Quake III Arena (PC) Review

By Athanasios 01.07.2016 1

Review for Quake III Arena on PC

In the land of the blind, the one-eyed man is king, a… Latin dude once said; a quote that can perfectly describe the Quake series. Those who grew up with them might look back and see some old, yet only slightly dated gems, but, in reality, they were not that impressive. Quake was very good, but failed to capture the magic of Doom, and Quake II was an impressive tech-demo disguised as a decent sci-fi re-skin of the original game. Does Quake III Arena lower the quality even more, especially when it throws the single-player aspect out of the window?

The id Tech 3 engine powering Quake III Arena is simply one of the best ever made, and, undoubtedly, one of the most widely licenced ones. The textures, the lighting, the more complex level architecture and character models; they are all great, and, as an added bonus, this title is a cocktail of the great aesthetics of id Software's past creations, with stages that range from sci-fi installations or platforms hovering in the emptiness of space, to medieval dungeons and hellish cathedrals.

The available cast is also quite the colourful bunch. There are cyborgs, gargoyles, undead, demons, prostitutes(?!), half-naked Amazons, an eyeball walking on its arms(?!?!), and even the Doom marine from Doom and Ranger from Quake! Wait, though. The Doom marine and Ranger? How can there be a plot involving these two guys… as well as the rest of them? Simply put: there is no plot here.

Screenshot for Quake III Arena on PC

Well, actually there is one. The Arena Masters, being the god-like entities that they are, got bored after a few million years or so, and, thus, created the Arena Eternal to have some fun the way dictators have done throughout history: by pitting people against each other! This, of course, was just a complex way of saying, "This game has no story mode. Thank you for your purchase!" which was the main complaint of gamers back when this got released, and rightfully so.

Id Software had every right to make an arena shooter, but naming it Quake 'III' was simply wrong. Furthermore, the fact that this doesn't involve a traditional single-player mode doesn't mean that it can be excused from not having one. In fact, the replay value of this title would be much higher if there was a mode like this to differentiate it from the online portion, by including cut-scenes, or mode-specific gameplay mechanics, like objectives, EXP points, and so on.

Screenshot for Quake III Arena on PC

Having said that, though, the actual gameplay is surprisingly fun, fast, balanced, and with perfect controls. The concept is basically Quake II's deathmatch all over again… just a lot better. Enter the arena, run around picking up weapons, ammo/armour, and power-ups, and frag anything that moves as long as it's not a reflection. The avatars that can be selected have no differences between them whatsoever; it's all about one's twitch skills and constant movement, not stats.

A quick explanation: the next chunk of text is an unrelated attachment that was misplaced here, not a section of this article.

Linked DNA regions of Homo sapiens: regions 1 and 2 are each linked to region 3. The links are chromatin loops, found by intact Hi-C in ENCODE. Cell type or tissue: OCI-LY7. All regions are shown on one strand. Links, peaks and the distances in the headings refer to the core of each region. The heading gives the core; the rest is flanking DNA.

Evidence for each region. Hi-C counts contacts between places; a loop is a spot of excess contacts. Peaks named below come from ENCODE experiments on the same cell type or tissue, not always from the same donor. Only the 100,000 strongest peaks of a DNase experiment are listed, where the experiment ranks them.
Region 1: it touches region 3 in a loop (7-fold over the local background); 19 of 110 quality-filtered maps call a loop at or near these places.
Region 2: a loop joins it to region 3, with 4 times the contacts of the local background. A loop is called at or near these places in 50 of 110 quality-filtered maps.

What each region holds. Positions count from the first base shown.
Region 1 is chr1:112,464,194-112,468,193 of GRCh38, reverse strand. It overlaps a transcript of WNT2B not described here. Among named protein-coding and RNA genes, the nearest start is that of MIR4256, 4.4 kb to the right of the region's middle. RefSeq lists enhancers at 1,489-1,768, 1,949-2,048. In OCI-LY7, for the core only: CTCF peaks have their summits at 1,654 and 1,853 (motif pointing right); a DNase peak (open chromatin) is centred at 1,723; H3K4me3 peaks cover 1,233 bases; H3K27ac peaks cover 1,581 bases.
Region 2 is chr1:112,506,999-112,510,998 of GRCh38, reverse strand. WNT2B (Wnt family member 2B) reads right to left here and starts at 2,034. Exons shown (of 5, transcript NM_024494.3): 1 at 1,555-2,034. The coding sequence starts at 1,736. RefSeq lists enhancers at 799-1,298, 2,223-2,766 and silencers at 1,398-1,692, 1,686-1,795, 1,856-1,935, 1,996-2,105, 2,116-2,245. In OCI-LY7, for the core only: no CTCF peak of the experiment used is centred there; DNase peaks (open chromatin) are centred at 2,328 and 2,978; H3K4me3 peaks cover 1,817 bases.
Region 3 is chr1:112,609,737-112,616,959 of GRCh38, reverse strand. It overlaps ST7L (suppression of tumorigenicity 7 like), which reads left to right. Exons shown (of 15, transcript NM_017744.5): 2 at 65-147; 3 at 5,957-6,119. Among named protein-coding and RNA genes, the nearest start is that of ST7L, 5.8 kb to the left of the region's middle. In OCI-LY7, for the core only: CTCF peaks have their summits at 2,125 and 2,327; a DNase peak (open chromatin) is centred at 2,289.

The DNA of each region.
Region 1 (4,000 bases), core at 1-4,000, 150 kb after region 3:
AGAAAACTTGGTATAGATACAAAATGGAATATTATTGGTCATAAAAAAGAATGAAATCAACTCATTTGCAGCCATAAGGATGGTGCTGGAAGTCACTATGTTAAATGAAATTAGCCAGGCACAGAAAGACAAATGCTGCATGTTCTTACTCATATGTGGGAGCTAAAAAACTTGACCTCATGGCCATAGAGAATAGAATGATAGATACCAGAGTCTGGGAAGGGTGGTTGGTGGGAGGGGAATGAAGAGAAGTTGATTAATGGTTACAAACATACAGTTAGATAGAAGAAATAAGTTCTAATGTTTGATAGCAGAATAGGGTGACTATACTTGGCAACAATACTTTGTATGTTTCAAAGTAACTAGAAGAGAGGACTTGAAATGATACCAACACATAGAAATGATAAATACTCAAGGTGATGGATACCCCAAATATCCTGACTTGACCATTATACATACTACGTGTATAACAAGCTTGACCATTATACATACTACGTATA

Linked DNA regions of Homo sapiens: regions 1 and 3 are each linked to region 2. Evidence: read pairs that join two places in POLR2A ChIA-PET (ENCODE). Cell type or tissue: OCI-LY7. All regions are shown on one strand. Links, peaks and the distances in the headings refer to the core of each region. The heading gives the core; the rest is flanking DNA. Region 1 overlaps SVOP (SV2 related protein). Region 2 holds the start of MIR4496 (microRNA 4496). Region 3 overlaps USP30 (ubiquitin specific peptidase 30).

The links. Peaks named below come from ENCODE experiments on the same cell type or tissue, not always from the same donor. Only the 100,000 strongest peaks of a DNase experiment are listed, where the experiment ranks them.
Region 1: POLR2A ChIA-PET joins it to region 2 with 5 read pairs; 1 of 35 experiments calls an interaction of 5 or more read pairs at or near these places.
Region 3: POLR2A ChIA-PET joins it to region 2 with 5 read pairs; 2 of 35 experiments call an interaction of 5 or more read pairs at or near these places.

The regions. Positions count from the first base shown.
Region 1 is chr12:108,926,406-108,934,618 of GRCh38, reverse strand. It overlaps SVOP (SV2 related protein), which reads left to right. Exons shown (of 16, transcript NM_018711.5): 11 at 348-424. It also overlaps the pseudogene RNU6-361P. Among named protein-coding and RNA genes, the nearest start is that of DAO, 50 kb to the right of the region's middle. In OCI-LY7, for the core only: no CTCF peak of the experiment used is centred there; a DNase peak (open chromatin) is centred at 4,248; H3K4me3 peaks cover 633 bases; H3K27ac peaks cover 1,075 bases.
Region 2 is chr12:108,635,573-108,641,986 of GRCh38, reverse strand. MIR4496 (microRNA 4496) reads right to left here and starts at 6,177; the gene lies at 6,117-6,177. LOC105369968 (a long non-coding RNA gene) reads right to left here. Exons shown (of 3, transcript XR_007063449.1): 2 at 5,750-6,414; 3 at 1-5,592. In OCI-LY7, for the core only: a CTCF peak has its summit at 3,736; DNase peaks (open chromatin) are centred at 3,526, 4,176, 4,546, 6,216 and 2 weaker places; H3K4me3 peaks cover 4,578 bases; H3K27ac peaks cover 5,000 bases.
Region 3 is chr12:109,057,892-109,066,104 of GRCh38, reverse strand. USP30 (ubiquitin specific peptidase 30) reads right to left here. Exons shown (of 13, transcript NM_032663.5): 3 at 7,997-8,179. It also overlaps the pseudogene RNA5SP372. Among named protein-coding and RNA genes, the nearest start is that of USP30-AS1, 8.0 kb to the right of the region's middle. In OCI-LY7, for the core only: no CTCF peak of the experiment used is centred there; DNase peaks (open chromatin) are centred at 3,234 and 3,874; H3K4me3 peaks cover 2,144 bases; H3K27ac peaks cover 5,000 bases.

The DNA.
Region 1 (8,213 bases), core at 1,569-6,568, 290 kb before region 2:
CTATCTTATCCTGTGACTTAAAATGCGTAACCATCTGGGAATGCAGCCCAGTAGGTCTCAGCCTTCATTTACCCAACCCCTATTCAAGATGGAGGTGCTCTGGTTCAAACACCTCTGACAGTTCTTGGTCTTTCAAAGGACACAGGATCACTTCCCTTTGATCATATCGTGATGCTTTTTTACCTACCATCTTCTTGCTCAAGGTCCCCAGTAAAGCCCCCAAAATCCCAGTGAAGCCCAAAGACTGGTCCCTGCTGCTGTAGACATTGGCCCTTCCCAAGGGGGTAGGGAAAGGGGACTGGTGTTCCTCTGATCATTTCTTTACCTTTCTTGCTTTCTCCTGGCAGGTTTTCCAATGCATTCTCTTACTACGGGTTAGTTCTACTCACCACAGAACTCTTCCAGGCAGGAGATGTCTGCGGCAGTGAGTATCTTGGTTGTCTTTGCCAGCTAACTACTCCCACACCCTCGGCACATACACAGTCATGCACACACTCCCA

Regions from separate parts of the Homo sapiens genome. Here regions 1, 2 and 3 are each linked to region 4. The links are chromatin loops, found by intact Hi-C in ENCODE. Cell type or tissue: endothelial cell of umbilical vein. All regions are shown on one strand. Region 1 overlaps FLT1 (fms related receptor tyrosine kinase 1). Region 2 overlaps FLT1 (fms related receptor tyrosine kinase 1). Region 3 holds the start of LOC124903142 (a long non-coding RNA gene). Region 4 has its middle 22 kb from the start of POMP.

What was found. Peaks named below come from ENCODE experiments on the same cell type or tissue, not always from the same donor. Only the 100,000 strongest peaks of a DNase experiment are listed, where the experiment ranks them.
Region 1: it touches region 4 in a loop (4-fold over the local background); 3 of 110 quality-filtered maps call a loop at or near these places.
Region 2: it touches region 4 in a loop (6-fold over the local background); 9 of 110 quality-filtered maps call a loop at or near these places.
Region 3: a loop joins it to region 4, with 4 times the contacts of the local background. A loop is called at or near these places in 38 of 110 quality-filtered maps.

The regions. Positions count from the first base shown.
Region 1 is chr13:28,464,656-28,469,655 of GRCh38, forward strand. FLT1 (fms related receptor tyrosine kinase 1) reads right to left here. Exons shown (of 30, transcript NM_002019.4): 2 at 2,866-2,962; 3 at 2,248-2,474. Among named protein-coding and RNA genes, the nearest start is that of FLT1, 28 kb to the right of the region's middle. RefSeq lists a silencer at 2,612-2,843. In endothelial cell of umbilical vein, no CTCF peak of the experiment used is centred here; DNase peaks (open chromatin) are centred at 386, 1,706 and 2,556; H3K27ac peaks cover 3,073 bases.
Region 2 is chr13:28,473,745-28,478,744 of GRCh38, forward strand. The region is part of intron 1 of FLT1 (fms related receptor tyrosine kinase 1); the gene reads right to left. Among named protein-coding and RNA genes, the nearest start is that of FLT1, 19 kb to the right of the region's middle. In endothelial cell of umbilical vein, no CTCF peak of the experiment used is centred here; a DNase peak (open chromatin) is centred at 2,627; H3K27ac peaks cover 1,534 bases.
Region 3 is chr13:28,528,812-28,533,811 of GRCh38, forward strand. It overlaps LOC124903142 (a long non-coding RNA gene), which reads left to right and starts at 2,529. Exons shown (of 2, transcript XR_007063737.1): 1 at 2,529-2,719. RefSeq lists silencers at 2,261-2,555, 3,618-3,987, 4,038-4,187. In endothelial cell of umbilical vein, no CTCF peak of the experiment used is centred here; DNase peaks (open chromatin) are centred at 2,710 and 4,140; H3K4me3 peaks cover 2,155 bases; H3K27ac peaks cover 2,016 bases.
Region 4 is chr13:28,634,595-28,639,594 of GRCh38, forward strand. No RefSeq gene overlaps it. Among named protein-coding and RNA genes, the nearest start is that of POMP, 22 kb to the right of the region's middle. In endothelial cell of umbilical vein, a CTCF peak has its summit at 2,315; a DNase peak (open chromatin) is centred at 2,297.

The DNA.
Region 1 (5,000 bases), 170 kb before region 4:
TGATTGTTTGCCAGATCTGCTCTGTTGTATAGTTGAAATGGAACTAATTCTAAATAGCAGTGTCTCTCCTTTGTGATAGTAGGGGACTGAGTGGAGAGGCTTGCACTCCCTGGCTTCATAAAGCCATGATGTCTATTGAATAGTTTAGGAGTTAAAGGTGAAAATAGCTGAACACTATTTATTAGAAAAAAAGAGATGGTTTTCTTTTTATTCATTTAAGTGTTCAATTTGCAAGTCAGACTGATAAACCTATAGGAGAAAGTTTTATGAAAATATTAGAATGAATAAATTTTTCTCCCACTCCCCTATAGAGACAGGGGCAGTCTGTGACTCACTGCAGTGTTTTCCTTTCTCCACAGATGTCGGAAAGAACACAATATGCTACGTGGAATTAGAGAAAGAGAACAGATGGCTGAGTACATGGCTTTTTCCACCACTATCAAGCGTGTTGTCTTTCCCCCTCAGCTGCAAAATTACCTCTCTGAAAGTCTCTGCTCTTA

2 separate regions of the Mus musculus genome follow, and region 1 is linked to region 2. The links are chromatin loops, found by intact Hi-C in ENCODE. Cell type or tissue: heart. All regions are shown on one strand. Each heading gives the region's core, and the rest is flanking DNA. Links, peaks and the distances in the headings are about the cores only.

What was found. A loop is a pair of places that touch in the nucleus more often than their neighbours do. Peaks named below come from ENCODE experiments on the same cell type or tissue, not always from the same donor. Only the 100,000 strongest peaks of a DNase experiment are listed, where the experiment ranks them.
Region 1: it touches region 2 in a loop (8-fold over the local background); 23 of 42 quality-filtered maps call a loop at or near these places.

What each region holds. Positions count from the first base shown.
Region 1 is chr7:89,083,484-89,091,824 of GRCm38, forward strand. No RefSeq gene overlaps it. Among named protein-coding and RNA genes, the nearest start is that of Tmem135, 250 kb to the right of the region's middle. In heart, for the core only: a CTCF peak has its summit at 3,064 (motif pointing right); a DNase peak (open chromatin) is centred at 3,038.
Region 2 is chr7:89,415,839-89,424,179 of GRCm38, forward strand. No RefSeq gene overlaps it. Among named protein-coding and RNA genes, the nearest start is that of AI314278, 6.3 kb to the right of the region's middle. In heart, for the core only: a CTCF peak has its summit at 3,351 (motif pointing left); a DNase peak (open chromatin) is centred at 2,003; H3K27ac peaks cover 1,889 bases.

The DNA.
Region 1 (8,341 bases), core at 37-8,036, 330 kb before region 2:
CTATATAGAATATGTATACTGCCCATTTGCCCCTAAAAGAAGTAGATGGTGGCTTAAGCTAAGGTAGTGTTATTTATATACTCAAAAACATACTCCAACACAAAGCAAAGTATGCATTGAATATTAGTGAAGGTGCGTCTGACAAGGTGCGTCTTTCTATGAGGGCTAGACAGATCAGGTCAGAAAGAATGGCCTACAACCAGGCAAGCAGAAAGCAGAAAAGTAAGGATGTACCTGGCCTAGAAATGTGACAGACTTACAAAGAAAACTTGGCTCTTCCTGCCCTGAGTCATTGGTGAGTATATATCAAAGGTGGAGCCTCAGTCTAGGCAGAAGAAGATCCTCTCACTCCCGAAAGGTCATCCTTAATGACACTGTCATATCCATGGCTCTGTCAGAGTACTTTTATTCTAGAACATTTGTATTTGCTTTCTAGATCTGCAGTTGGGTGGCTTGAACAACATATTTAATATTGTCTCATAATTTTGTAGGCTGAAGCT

A point that must be noted is that playing against bots in the single-player mode is surprisingly good, because, although their patterned behaviour can't match the complexity of a real human, they are great… although that has to do a lot with the difficulty setting chosen, because, at the lowest setting, they are simply worthless, while on Nightmare they can hit a fly across a whole level.

Screenshot for Quake III Arena on PC

Of course, this is all about the online fun, and, thankfully, it does a fine job at that, too. The thing is, though, that it's mostly enjoyable because of its adrenaline-pumping pace and great controls, rather than its content. The weapons are quite diverse and exceptionally balanced, but, at the same time, they are the typical shotguns, machine guns, railguns, and rocket launchers of past iterations of Quake and Doom, with no alternative fire, or any other specialties about them.

The same continues with the level design, which is great, and, like the available weaponry, quite diverse, but, once again, not that innovative; a dungeon with a secondary path or two, a completely open arena, and their numerous variations. The worst thing, however, is the lack of available modes. Deathmatch, Team Deathmatch, Capture the Flag, and Tournament - in other words, the standard stuff of every single arena FPS ever!

Screenshot for Quake III Arena on PC

Cubed3 Rating

Rated 7 out of 10

Very Good - Bronze Award

Rated 7 out of 10

It would be great if Quake III Arena had tried to be more original, and introduce all sorts of innovative mechanics instead of waiting for its competitors (Unreal Tournament) to do the deed. That being said, however, its biggest strength actually lies in this simplicity, and, like Pac-Man and Tetris, id Software's third Quake title is as arcade as they come, providing just the bare essentials, and simply focusing on being one of the fastest, rawest, and most balanced arena shooters ever made.


id Software


id Software


First Person Shooter



C3 Score

Rated $score out of 10  7/10

Reader Score

Rated $score out of 10  0 (0 Votes)

European release date Out now   North America release date Out now   Japan release date None   Australian release date Out now   


I was incredibly addicted to this game when I was younger. My first guitar tutor was massively into in the map making aspect of it, I think he even won a PC mag competition once. Occasionally we spent half the lesson looking at new maps and such. 

I know many consider Unreal Tournament more progressive, but for me it's Quake 3 all the way!

( Edited 02.07.2016 12:55 by The Strat Man )

Tom Barry [ Reviewer - Editor - Resident Sim-Racer @ Cubed3.com ] 

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